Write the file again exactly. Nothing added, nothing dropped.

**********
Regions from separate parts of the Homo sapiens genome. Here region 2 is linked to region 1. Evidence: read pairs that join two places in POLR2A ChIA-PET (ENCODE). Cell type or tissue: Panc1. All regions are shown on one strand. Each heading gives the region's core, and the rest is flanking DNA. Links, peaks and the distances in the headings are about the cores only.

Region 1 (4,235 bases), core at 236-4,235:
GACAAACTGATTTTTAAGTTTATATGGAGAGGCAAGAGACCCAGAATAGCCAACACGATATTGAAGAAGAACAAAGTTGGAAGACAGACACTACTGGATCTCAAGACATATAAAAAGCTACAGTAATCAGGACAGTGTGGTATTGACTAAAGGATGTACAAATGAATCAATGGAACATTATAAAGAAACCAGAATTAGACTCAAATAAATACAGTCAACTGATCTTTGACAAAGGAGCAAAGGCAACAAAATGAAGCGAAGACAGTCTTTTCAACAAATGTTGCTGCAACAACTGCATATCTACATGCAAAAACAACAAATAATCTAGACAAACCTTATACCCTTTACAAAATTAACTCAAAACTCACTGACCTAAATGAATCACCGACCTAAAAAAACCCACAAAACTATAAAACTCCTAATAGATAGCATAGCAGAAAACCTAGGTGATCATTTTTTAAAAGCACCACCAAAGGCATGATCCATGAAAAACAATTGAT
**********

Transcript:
Regions from separate parts of the Homo sapiens genome. Here region 2 is linked to region 1. Evidence: read pairs that join two places in POLR2A ChIA-PET (ENCODE). Cell type or tissue: Panc1. All regions are shown on one strand. Each heading gives the region's core, and the rest is flanking DNA. Links, peaks and the distances in the headings are about the cores only.

Region 1 (4,235 bases), core at 236-4,235:
GACAAACTGATTTTTAAGTTTATATGGAGAGGCAAGAGACCCAGAATAGCCAACACGATATTGAAGAAGAACAAAGTTGGAAGACAGACACTACTGGATCTCAAGACATATAAAAAGCTACAGTAATCAGGACAGTGTGGTATTGACTAAAGGATGTACAAATGAATCAATGGAACATTATAAAGAAACCAGAATTAGACTCAAATAAATACAGTCAACTGATCTTTGACAAAGGAGCAAAGGCAACAAAATGAAGCGAAGACAGTCTTTTCAACAAATGTTGCTGCAACAACTGCATATCTACATGCAAAAACAACAAATAATCTAGACAAACCTTATACCCTTTACAAAATTAACTCAAAACTCACTGACCTAAATGAATCACCGACCTAAAAAAACCCACAAAACTATAAAACTCCTAATAGATAGCATAGCAGAAAACCTAGGTGATCATTTTTTAAAAGCACCACCAAAGGCATGATCCATGAAAAACAATTGAT